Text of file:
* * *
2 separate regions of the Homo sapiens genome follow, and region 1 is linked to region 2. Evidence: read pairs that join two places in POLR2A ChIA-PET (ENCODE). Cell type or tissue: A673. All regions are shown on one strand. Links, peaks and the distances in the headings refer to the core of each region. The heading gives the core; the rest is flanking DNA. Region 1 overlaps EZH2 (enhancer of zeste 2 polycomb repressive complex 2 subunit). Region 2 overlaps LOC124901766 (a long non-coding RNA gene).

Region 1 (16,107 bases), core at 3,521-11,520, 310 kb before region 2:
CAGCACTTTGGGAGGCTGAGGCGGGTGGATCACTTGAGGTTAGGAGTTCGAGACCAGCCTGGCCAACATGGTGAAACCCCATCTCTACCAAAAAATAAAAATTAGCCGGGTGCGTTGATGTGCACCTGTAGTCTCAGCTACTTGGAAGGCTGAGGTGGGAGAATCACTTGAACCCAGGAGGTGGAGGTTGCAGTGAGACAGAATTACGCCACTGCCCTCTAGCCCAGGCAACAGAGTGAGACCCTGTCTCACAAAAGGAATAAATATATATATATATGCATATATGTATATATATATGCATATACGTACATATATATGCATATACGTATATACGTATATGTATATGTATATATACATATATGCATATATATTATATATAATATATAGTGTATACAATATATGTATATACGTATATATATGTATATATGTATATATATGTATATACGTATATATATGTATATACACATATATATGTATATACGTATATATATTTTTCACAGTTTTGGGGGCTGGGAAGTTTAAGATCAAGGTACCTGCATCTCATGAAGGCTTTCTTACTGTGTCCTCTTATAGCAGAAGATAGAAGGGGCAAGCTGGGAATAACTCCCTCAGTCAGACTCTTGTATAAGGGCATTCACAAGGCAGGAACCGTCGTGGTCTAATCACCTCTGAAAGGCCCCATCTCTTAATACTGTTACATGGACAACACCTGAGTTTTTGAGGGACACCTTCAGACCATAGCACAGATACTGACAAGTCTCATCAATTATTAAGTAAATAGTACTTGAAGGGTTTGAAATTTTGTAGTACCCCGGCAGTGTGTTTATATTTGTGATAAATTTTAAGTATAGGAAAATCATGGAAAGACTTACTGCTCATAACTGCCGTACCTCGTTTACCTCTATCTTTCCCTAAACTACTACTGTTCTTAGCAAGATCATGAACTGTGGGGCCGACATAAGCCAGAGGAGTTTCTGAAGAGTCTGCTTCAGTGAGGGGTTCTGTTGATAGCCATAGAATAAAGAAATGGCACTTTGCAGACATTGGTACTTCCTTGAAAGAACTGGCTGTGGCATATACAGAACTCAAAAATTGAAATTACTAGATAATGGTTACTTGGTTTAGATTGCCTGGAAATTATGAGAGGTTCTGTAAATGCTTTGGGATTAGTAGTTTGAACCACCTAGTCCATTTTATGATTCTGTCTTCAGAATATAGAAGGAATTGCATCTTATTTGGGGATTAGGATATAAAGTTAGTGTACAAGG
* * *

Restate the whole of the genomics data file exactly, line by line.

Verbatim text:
2 separate regions of the Homo sapiens genome follow, and region 1 is linked to region 2. Evidence: read pairs that join two places in POLR2A ChIA-PET (ENCODE). Cell type or tissue: A673. All regions are shown on one strand. Links, peaks and the distances in the headings refer to the core of each region. The heading gives the core; the rest is flanking DNA. Region 1 overlaps EZH2 (enhancer of zeste 2 polycomb repressive complex 2 subunit). Region 2 overlaps LOC124901766 (a long non-coding RNA gene).

Region 1 (16,107 bases), core at 3,521-11,520, 310 kb before region 2:
CAGCACTTTGGGAGGCTGAGGCGGGTGGATCACTTGAGGTTAGGAGTTCGAGACCAGCCTGGCCAACATGGTGAAACCCCATCTCTACCAAAAAATAAAAATTAGCCGGGTGCGTTGATGTGCACCTGTAGTCTCAGCTACTTGGAAGGCTGAGGTGGGAGAATCACTTGAACCCAGGAGGTGGAGGTTGCAGTGAGACAGAATTACGCCACTGCCCTCTAGCCCAGGCAACAGAGTGAGACCCTGTCTCACAAAAGGAATAAATATATATATATATGCATATATGTATATATATATGCATATACGTACATATATATGCATATACGTATATACGTATATGTATATGTATATATACATATATGCATATATATTATATATAATATATAGTGTATACAATATATGTATATACGTATATATATGTATATATGTATATATATGTATATACGTATATATATGTATATACACATATATATGTATATACGTATATATATTTTTCACAGTTTTGGGGGCTGGGAAGTTTAAGATCAAGGTACCTGCATCTCATGAAGGCTTTCTTACTGTGTCCTCTTATAGCAGAAGATAGAAGGGGCAAGCTGGGAATAACTCCCTCAGTCAGACTCTTGTATAAGGGCATTCACAAGGCAGGAACCGTCGTGGTCTAATCACCTCTGAAAGGCCCCATCTCTTAATACTGTTACATGGACAACACCTGAGTTTTTGAGGGACACCTTCAGACCATAGCACAGATACTGACAAGTCTCATCAATTATTAAGTAAATAGTACTTGAAGGGTTTGAAATTTTGTAGTACCCCGGCAGTGTGTTTATATTTGTGATAAATTTTAAGTATAGGAAAATCATGGAAAGACTTACTGCTCATAACTGCCGTACCTCGTTTACCTCTATCTTTCCCTAAACTACTACTGTTCTTAGCAAGATCATGAACTGTGGGGCCGACATAAGCCAGAGGAGTTTCTGAAGAGTCTGCTTCAGTGAGGGGTTCTGTTGATAGCCATAGAATAAAGAAATGGCACTTTGCAGACATTGGTACTTCCTTGAAAGAACTGGCTGTGGCATATACAGAACTCAAAAATTGAAATTACTAGATAATGGTTACTTGGTTTAGATTGCCTGGAAATTATGAGAGGTTCTGTAAATGCTTTGGGATTAGTAGTTTGAACCACCTAGTCCATTTTATGATTCTGTCTTCAGAATATAGAAGGAATTGCATCTTATTTGGGGATTAGGATATAAAGTTAGTGTACAAGG